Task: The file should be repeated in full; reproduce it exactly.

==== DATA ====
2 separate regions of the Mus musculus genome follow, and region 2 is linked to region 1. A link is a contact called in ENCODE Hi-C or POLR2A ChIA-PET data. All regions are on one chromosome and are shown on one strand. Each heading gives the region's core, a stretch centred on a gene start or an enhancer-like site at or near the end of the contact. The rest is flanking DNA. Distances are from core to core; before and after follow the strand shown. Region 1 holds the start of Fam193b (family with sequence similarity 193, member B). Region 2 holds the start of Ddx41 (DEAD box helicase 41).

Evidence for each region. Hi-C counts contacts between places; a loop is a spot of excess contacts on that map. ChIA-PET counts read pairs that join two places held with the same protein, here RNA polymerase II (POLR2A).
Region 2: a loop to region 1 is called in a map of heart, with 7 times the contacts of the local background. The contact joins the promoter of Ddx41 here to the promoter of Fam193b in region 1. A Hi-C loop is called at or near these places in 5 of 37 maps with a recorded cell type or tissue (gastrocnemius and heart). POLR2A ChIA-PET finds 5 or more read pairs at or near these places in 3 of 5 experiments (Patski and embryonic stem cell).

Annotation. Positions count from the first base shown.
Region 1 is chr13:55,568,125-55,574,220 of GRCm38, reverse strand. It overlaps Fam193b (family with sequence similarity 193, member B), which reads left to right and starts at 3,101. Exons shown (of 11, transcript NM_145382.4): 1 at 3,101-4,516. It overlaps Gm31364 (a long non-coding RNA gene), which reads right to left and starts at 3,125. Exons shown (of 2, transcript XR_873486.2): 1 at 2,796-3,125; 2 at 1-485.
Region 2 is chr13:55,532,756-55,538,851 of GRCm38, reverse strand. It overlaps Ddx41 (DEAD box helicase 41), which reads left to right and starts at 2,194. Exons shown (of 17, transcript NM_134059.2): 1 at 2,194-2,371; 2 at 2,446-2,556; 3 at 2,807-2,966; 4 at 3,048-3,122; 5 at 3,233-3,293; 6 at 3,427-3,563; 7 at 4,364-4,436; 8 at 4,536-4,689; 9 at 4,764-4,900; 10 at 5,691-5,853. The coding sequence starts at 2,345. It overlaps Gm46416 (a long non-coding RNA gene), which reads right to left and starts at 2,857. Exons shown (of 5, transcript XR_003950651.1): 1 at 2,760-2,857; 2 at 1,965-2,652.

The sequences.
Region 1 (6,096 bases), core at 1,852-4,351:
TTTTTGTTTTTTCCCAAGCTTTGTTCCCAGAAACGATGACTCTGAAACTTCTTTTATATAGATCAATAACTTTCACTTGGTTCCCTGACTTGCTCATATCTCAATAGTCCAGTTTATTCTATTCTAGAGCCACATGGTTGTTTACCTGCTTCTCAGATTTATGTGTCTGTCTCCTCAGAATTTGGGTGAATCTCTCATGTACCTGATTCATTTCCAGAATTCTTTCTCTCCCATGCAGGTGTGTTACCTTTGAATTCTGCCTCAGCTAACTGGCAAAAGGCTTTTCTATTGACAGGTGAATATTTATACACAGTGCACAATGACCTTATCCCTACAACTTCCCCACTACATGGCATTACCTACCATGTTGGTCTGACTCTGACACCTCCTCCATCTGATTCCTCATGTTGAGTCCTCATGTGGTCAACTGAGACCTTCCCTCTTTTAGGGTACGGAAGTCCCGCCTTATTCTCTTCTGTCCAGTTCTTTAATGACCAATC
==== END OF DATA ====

2 separate regions of the Mus musculus genome follow, and region 2 is linked to region 1. A link is a contact called in ENCODE Hi-C or POLR2A ChIA-PET data. All regions are on one chromosome and are shown on one strand. Each heading gives the region's core, a stretch centred on a gene start or an enhancer-like site at or near the end of the contact. The rest is flanking DNA. Distances are from core to core; before and after follow the strand shown. Region 1 holds the start of Fam193b (family with sequence similarity 193, member B). Region 2 holds the start of Ddx41 (DEAD box helicase 41).

Evidence for each region. Hi-C counts contacts between places; a loop is a spot of excess contacts on that map. ChIA-PET counts read pairs that join two places held with the same protein, here RNA polymerase II (POLR2A).
Region 2: a loop to region 1 is called in a map of heart, with 7 times the contacts of the local background. The contact joins the promoter of Ddx41 here to the promoter of Fam193b in region 1. A Hi-C loop is called at or near these places in 5 of 37 maps with a recorded cell type or tissue (gastrocnemius and heart). POLR2A ChIA-PET finds 5 or more read pairs at or near these places in 3 of 5 experiments (Patski and embryonic stem cell).

Annotation. Positions count from the first base shown.
Region 1 is chr13:55,568,125-55,574,220 of GRCm38, reverse strand. It overlaps Fam193b (family with sequence similarity 193, member B), which reads left to right and starts at 3,101. Exons shown (of 11, transcript NM_145382.4): 1 at 3,101-4,516. It overlaps Gm31364 (a long non-coding RNA gene), which reads right to left and starts at 3,125. Exons shown (of 2, transcript XR_873486.2): 1 at 2,796-3,125; 2 at 1-485.
Region 2 is chr13:55,532,756-55,538,851 of GRCm38, reverse strand. It overlaps Ddx41 (DEAD box helicase 41), which reads left to right and starts at 2,194. Exons shown (of 17, transcript NM_134059.2): 1 at 2,194-2,371; 2 at 2,446-2,556; 3 at 2,807-2,966; 4 at 3,048-3,122; 5 at 3,233-3,293; 6 at 3,427-3,563; 7 at 4,364-4,436; 8 at 4,536-4,689; 9 at 4,764-4,900; 10 at 5,691-5,853. The coding sequence starts at 2,345. It overlaps Gm46416 (a long non-coding RNA gene), which reads right to left and starts at 2,857. Exons shown (of 5, transcript XR_003950651.1): 1 at 2,760-2,857; 2 at 1,965-2,652.

The sequences.
Region 1 (6,096 bases), core at 1,852-4,351:
TTTTTGTTTTTTCCCAAGCTTTGTTCCCAGAAACGATGACTCTGAAACTTCTTTTATATAGATCAATAACTTTCACTTGGTTCCCTGACTTGCTCATATCTCAATAGTCCAGTTTATTCTATTCTAGAGCCACATGGTTGTTTACCTGCTTCTCAGATTTATGTGTCTGTCTCCTCAGAATTTGGGTGAATCTCTCATGTACCTGATTCATTTCCAGAATTCTTTCTCTCCCATGCAGGTGTGTTACCTTTGAATTCTGCCTCAGCTAACTGGCAAAAGGCTTTTCTATTGACAGGTGAATATTTATACACAGTGCACAATGACCTTATCCCTACAACTTCCCCACTACATGGCATTACCTACCATGTTGGTCTGACTCTGACACCTCCTCCATCTGATTCCTCATGTTGAGTCCTCATGTGGTCAACTGAGACCTTCCCTCTTTTAGGGTACGGAAGTCCCGCCTTATTCTCTTCTGTCCAGTTCTTTAATGACCAATC